After being honored as a hero, Elizabeth McKenzie, 20, admitted never serving abroad.
A 20-year-old woman from Cass Lake, Minn., who claimed to have just returned from being wounded in Afghanistan with the U.S. Army but actually was in school in Cloquet, Minn., pleaded guilty on Monday to impersonating an officer.
Wearing combat fatigues, Elizabeth McKenzie had been feted in February in a special ceremony in Cass Lake in which the Leech Lake Band of Ojibwe Honor Guard gave her a blanket and eagle feather to honor her as a female warrior, even though she isn't a tribal member. The gathering included a tribal drum ceremony and a reception line.
Accepting the town's gratitude, the 2009 graduate of Cass Lake High School talked about the close calls she'd had and a war injury that brought her home. She led the march in the high school gym, carrying the American flag.
Police became suspicious after a college recruiter heard of her story and told police McKenzie had been attending classes in Cloquet during the period she claimed to have been deployed. In fact, McKenzie had never been injured, had never been to Afghanistan and had never even been in the Army.
McKenzie was scheduled to go on trial this week in Cass County before she entered her plea. Sentencing is scheduled for Sept. 21. She could not be reached for comment.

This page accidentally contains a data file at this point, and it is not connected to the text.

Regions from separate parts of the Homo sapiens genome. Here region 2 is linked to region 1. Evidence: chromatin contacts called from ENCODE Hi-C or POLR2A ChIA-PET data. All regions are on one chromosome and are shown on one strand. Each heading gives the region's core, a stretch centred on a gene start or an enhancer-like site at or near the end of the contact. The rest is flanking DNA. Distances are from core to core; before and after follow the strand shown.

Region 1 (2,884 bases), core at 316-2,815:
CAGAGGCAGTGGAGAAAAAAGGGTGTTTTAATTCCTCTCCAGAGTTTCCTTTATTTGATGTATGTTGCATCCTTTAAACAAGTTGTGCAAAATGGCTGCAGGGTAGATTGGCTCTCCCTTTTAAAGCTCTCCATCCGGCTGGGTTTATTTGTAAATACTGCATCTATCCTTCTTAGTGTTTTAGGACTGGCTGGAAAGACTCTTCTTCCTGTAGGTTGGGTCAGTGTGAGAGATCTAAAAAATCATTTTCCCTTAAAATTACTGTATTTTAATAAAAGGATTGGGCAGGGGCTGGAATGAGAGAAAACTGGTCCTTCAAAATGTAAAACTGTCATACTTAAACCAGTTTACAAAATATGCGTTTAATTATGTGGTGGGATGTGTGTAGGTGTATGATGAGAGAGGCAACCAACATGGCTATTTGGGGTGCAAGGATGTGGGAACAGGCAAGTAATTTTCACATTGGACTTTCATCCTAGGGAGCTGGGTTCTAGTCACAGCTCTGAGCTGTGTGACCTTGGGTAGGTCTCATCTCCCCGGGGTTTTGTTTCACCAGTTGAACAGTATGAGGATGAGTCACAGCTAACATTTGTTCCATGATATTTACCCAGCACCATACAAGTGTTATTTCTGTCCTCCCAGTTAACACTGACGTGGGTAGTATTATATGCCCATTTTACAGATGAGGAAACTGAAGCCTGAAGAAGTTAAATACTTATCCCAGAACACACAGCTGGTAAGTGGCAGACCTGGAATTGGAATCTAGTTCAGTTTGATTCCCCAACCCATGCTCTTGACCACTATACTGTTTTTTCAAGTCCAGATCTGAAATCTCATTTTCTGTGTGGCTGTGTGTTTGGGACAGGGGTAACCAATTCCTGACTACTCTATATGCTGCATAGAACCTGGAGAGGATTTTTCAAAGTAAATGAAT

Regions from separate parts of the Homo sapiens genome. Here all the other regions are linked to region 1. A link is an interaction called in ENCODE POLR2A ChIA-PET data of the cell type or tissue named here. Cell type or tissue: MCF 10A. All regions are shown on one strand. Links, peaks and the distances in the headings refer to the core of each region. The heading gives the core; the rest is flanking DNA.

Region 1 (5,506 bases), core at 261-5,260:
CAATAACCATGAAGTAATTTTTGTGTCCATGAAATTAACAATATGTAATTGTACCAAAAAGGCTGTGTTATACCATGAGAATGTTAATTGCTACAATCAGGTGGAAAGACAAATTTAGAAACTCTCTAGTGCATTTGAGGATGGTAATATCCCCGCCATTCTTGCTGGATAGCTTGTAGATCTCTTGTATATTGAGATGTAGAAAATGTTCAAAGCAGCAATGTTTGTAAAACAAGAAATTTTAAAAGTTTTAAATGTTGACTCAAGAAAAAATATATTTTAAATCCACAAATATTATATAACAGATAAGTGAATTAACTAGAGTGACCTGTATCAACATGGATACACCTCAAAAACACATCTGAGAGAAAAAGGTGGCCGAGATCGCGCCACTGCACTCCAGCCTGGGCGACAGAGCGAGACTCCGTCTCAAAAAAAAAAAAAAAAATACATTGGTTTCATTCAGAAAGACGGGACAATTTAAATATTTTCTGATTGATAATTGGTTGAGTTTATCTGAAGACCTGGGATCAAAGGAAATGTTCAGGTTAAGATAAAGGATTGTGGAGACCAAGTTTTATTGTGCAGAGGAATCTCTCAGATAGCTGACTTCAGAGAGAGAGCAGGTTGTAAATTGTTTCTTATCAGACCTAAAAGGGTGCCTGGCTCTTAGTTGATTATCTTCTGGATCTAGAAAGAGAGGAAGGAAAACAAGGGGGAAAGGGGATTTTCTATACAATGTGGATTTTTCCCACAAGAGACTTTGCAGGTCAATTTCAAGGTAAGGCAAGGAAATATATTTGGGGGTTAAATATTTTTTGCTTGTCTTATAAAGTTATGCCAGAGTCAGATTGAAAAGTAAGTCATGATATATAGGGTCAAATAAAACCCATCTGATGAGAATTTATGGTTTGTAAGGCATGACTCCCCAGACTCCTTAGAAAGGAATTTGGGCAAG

McKenzie said in an earlier interview that she wore the uniform of a relative during the ceremony to honor his service. She said at the time that she still hoped to join the military some day.
When it was revealed that McKenzie was an imposter, the little town felt duped.
"Overall, there was a lot of disappointment," said Pike Bay Township Police Chief Zeb Hemsworth, who charged McKenzie with impersonating an officer, a misdemeanor. "But basically, you can't blame anybody in the community for trusting somebody. The bottom line is that she lied and the community as a whole didn't question it -- and shouldn't have to question it."
Before a departure ceremony last year that was held at the town's American Legion hall, she posed in an Army battle dress uniform and told supporters she would be serving overseas with the Army's 302nd Battalion, 16th Regiment Military Police, an apparently fictional unit.
She said she'd done her basic training at Fort Leonard Wood and had 11 weeks of advanced training. She said she'd helped with flooding cleanup in Fargo, N.D., and after a tornado hit Wadena, Minn.
Hemsworth said on Monday that he was there for the welcome home ceremony and remembers feeling skeptical about her credentials. "There was a little something in the back of my head, but I didn't want to listen to it," he said.
During the homecoming ceremony, some veterans had also noticed that details of her uniform looked askew, though they'd kept their thoughts to themselves. The chevrons signifying her rank were different on her cap from her blouse, and neither was for the rank of private first class, which she claimed to hold.
Confronted by police about her military papers, she could not produce them. Hemsworth said there was no evidence that McKenzie used the scam to benefit herself, which could have elevated the charges against her. "It looks like she was just interested in some attention," he said.
Mark Brunswick • 612-673-4434